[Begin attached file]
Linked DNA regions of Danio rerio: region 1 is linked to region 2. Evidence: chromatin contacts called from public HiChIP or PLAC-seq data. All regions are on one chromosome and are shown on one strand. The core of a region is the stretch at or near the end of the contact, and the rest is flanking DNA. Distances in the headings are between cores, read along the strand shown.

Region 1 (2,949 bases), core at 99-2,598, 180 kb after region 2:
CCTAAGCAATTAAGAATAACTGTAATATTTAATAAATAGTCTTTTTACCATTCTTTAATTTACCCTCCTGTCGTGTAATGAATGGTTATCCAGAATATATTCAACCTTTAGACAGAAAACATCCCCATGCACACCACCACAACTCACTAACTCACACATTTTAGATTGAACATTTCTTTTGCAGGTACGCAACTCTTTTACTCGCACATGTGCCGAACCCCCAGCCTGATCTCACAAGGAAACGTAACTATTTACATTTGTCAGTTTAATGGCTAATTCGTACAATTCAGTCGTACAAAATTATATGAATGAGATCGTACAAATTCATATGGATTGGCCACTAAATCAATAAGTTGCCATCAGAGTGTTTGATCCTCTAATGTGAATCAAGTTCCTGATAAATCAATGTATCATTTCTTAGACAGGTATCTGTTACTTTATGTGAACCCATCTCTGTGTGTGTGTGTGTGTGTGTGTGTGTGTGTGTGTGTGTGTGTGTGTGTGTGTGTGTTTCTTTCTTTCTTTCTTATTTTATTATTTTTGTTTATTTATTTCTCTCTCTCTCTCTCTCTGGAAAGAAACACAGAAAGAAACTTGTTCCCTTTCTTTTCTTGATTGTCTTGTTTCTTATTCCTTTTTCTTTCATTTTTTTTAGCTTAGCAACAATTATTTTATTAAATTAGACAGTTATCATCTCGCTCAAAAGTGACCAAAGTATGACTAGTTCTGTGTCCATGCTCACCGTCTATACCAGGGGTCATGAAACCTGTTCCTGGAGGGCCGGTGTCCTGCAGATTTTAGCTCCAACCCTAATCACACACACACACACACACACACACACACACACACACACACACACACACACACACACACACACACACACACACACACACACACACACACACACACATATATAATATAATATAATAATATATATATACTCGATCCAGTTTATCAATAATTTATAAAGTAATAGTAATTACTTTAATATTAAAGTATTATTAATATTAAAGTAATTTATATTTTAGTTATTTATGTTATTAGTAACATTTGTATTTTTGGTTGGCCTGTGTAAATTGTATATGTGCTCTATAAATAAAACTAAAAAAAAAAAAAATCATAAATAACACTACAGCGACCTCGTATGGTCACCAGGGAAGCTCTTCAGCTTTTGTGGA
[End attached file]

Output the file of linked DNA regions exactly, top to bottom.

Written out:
Linked DNA regions of Danio rerio: region 1 is linked to region 2. Evidence: chromatin contacts called from public HiChIP or PLAC-seq data. All regions are on one chromosome and are shown on one strand. The core of a region is the stretch at or near the end of the contact, and the rest is flanking DNA. Distances in the headings are between cores, read along the strand shown.

Region 1 (2,949 bases), core at 99-2,598, 180 kb after region 2:
CCTAAGCAATTAAGAATAACTGTAATATTTAATAAATAGTCTTTTTACCATTCTTTAATTTACCCTCCTGTCGTGTAATGAATGGTTATCCAGAATATATTCAACCTTTAGACAGAAAACATCCCCATGCACACCACCACAACTCACTAACTCACACATTTTAGATTGAACATTTCTTTTGCAGGTACGCAACTCTTTTACTCGCACATGTGCCGAACCCCCAGCCTGATCTCACAAGGAAACGTAACTATTTACATTTGTCAGTTTAATGGCTAATTCGTACAATTCAGTCGTACAAAATTATATGAATGAGATCGTACAAATTCATATGGATTGGCCACTAAATCAATAAGTTGCCATCAGAGTGTTTGATCCTCTAATGTGAATCAAGTTCCTGATAAATCAATGTATCATTTCTTAGACAGGTATCTGTTACTTTATGTGAACCCATCTCTGTGTGTGTGTGTGTGTGTGTGTGTGTGTGTGTGTGTGTGTGTGTGTGTGTGTGTGTTTCTTTCTTTCTTTCTTATTTTATTATTTTTGTTTATTTATTTCTCTCTCTCTCTCTCTCTGGAAAGAAACACAGAAAGAAACTTGTTCCCTTTCTTTTCTTGATTGTCTTGTTTCTTATTCCTTTTTCTTTCATTTTTTTTAGCTTAGCAACAATTATTTTATTAAATTAGACAGTTATCATCTCGCTCAAAAGTGACCAAAGTATGACTAGTTCTGTGTCCATGCTCACCGTCTATACCAGGGGTCATGAAACCTGTTCCTGGAGGGCCGGTGTCCTGCAGATTTTAGCTCCAACCCTAATCACACACACACACACACACACACACACACACACACACACACACACACACACACACACACACACACACACACACACACACACACACACACACACACATATATAATATAATATAATAATATATATATACTCGATCCAGTTTATCAATAATTTATAAAGTAATAGTAATTACTTTAATATTAAAGTATTATTAATATTAAAGTAATTTATATTTTAGTTATTTATGTTATTAGTAACATTTGTATTTTTGGTTGGCCTGTGTAAATTGTATATGTGCTCTATAAATAAAACTAAAAAAAAAAAAAATCATAAATAACACTACAGCGACCTCGTATGGTCACCAGGGAAGCTCTTCAGCTTTTGTGGA